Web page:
Boogie Man Boogie

Middle School Camp 1

God uses strange things for His glory.

How did a weird tangent during cabin discussion about the omnipresence of God lead to a scary story about the boogie man, morph into lots of dancing, briefly shine as a fairly accurate reflection of the speaker’s theme for the week, and then result in the camp’s winning skit?

Behold!

The amazing powers of God as He works His wonders in Middle School Camp through rowdiness, confusion, and more beauty than we can possibly imagine. I will get back to The Boogie Man Boogie, but first, let me paint a picture of life during a camp for this amazing and delightful age group.

First, Princess Leia Freyja greeted incoming campers at the registration tent. Check-in looked a bit different this year due to COVID restrictions, but the individual car-loads of people coming through the line six feet apart only made it easier for the camp dog to make sure that everyone had the chance to give her belly rubs.

Once campers got their stuff settled into cabins, they played a game of Whomp-Em on the lawn. Not only did campers work to learn each other’s names, but they got the joy of whacking each other with a pool noodle!

Once most of the campers arrived, it was time to head down to the fire pit and meet all of the staff.

Campers listened as all the counselors, support staff, cooks, nurse, and speaker share their favorite “Soup or Hero” with the group and introduce themselves.

Of course, Princess Leia Freyja took the opportunity to meet all the campers one more time, just in case one of them had failed to give her a pat at registration.

Clearly, the girls in Robin’s Roost did not miss any opportunities to give Princess Leia Freyja loves and snuggles.

A very important camp activity is running up the hill to the cabins and back down to the main lodge or the meadow, then up the hill to get some forgotten item, then back down. The counselors do this healthful sprint more than their campers as they accompany them up and down and up and down. Here Hiccup and Samurai start the week out with a few trips up to the Squirrel House with their campers.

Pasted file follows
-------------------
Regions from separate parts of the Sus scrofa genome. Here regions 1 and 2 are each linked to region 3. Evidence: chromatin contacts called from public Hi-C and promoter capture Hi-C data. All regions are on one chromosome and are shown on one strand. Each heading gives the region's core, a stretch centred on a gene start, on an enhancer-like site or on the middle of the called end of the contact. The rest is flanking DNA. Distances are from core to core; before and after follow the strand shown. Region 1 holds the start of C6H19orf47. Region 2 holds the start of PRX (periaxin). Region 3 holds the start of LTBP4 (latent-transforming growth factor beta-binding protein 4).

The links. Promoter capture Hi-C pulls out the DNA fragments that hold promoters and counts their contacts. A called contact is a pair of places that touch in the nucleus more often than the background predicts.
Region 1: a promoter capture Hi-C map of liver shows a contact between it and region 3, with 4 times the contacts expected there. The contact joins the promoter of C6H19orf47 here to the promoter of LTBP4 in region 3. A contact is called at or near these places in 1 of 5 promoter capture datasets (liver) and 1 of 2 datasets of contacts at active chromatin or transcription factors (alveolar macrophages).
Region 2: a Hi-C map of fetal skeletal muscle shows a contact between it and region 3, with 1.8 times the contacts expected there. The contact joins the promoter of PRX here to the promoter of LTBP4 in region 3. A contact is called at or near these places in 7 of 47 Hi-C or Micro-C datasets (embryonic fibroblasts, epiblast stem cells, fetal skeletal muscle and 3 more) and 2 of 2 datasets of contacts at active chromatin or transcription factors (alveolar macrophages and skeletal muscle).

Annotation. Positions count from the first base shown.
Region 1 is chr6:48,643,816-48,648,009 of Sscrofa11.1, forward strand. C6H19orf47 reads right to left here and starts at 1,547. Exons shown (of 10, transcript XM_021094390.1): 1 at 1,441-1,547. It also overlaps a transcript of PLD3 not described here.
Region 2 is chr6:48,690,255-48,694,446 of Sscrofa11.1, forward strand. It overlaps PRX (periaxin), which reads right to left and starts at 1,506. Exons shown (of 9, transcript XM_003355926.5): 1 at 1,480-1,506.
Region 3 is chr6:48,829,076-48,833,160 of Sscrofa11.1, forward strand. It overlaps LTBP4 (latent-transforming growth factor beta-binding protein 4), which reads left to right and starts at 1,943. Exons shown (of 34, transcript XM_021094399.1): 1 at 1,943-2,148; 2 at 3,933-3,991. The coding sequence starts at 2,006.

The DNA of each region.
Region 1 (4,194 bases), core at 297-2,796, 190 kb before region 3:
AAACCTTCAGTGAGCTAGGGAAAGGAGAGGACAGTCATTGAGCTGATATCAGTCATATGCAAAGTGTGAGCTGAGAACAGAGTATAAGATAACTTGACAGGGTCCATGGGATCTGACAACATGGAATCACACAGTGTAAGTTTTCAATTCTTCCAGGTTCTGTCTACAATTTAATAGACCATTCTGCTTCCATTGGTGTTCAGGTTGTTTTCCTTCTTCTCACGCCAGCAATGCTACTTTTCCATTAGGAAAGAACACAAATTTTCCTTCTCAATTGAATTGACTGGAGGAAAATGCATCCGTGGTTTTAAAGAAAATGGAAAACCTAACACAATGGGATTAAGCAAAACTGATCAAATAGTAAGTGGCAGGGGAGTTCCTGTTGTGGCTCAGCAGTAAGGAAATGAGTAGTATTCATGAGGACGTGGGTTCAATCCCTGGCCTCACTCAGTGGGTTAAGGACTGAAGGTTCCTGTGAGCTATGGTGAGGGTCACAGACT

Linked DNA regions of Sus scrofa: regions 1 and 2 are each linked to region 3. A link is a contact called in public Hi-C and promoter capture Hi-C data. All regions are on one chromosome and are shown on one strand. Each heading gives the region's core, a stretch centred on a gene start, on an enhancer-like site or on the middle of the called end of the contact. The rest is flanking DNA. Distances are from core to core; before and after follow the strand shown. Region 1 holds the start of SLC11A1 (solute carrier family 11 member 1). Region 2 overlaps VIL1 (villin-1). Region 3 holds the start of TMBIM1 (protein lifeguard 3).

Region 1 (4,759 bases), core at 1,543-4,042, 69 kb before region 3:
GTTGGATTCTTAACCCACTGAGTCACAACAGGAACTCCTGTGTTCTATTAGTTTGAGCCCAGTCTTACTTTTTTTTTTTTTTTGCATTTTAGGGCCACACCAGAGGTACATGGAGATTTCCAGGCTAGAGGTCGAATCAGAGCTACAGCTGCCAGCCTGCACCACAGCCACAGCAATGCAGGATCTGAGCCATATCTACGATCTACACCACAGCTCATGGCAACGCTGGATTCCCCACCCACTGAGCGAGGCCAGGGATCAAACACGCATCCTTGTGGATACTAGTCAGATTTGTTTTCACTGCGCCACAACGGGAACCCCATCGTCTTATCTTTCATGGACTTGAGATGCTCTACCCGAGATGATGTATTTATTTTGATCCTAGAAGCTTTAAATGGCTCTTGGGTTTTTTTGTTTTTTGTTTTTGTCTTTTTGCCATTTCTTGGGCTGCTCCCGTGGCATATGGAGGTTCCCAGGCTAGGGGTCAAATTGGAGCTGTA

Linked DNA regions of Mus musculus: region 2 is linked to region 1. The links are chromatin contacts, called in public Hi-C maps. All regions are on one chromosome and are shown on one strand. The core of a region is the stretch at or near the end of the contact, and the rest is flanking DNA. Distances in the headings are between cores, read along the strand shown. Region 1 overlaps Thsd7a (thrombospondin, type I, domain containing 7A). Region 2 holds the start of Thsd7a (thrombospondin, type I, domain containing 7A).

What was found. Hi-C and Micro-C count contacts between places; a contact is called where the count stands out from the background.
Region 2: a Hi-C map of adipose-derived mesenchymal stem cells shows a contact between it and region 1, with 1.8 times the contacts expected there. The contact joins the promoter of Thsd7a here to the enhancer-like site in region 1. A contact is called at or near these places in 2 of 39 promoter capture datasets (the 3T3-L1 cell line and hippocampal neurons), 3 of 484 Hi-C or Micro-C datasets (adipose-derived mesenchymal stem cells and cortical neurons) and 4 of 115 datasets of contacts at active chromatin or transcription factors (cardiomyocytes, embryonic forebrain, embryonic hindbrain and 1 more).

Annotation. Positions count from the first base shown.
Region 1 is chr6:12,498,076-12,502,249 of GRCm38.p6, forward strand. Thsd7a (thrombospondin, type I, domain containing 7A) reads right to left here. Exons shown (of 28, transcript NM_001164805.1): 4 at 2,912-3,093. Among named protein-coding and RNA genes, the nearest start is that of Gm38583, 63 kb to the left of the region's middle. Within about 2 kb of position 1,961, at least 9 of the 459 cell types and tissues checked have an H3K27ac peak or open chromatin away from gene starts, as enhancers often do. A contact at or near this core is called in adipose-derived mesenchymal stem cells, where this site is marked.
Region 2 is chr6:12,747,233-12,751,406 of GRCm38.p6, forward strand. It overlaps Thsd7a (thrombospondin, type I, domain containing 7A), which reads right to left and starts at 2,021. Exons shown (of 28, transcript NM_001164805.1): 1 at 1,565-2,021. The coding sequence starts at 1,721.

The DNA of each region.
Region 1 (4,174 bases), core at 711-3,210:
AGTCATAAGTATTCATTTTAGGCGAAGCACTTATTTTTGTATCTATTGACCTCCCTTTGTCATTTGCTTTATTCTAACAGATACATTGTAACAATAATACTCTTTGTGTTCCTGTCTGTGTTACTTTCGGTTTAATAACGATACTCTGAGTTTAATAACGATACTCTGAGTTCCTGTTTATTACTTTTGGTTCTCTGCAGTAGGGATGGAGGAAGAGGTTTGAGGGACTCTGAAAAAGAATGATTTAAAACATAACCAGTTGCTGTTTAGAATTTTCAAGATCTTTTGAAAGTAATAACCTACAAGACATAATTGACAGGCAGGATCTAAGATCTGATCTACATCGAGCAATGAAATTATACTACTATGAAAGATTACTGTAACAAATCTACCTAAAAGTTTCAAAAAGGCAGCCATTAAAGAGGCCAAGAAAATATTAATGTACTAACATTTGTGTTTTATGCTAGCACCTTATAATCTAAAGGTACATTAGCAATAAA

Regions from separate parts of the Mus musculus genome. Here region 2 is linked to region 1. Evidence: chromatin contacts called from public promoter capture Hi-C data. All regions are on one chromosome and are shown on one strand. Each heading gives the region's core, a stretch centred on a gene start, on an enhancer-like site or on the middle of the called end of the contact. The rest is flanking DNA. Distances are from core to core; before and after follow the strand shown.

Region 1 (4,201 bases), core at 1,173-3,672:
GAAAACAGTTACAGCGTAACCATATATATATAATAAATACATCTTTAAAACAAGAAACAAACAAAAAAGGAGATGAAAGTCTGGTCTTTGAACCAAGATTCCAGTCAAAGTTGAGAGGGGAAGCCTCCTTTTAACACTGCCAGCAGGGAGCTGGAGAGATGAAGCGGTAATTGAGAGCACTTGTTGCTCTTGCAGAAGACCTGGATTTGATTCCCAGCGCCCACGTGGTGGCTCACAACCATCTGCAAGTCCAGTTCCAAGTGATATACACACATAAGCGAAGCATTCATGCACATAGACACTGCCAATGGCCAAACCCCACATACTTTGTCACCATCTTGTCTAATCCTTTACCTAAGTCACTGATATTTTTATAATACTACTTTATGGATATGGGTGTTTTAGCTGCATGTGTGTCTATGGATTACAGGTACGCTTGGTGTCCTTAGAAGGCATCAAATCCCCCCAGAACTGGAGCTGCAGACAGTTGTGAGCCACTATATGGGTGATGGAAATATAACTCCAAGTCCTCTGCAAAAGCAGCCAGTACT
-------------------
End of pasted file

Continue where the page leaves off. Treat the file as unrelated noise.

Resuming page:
On Tuesday, campers enjoy The Gauntlet! No, it is not some terrifying medieval challenge. The Gauntlet is simply an afternoon spent traveling between five fun activities in cabin groups. Our new disc golf course was one of them.

The Gauntlet also features another kind of golf. Mini golf!

Campers also got to play basketball …

While taking important breaks to pet the camp cook’s visiting doggy.

OK, dog patting finished, the campers moved on to more activities!

Archery!

Extreme Mountain Croquet!

And slip-n-slide! Oh, wait. That wasn’t part of The Gauntlet at all. It was fun though and should definitely be included in our documentation of Tuesday’s events.

Don’t these girls make you want to jump on the slip-n-slide and give it a whirl?

Sure, you hear a lot about how stressful junior high is. But in many ways, the middle school years showcase the best of both worlds. The frolicsome fun of childhood with the thoughtfulness and spiritual depth of adulthood. This hilarious group of girls remind me of all that is wonderful about working with junior high students.

On Wednesday morning, Scruffy and Princess Leia Freyja led the campers on a hike to view the mountains across the meadow.

Yes, this gorgeous view is well worth the hike. But something even more amazing happened on the way there. Truly, God uses the strangest things for His glory!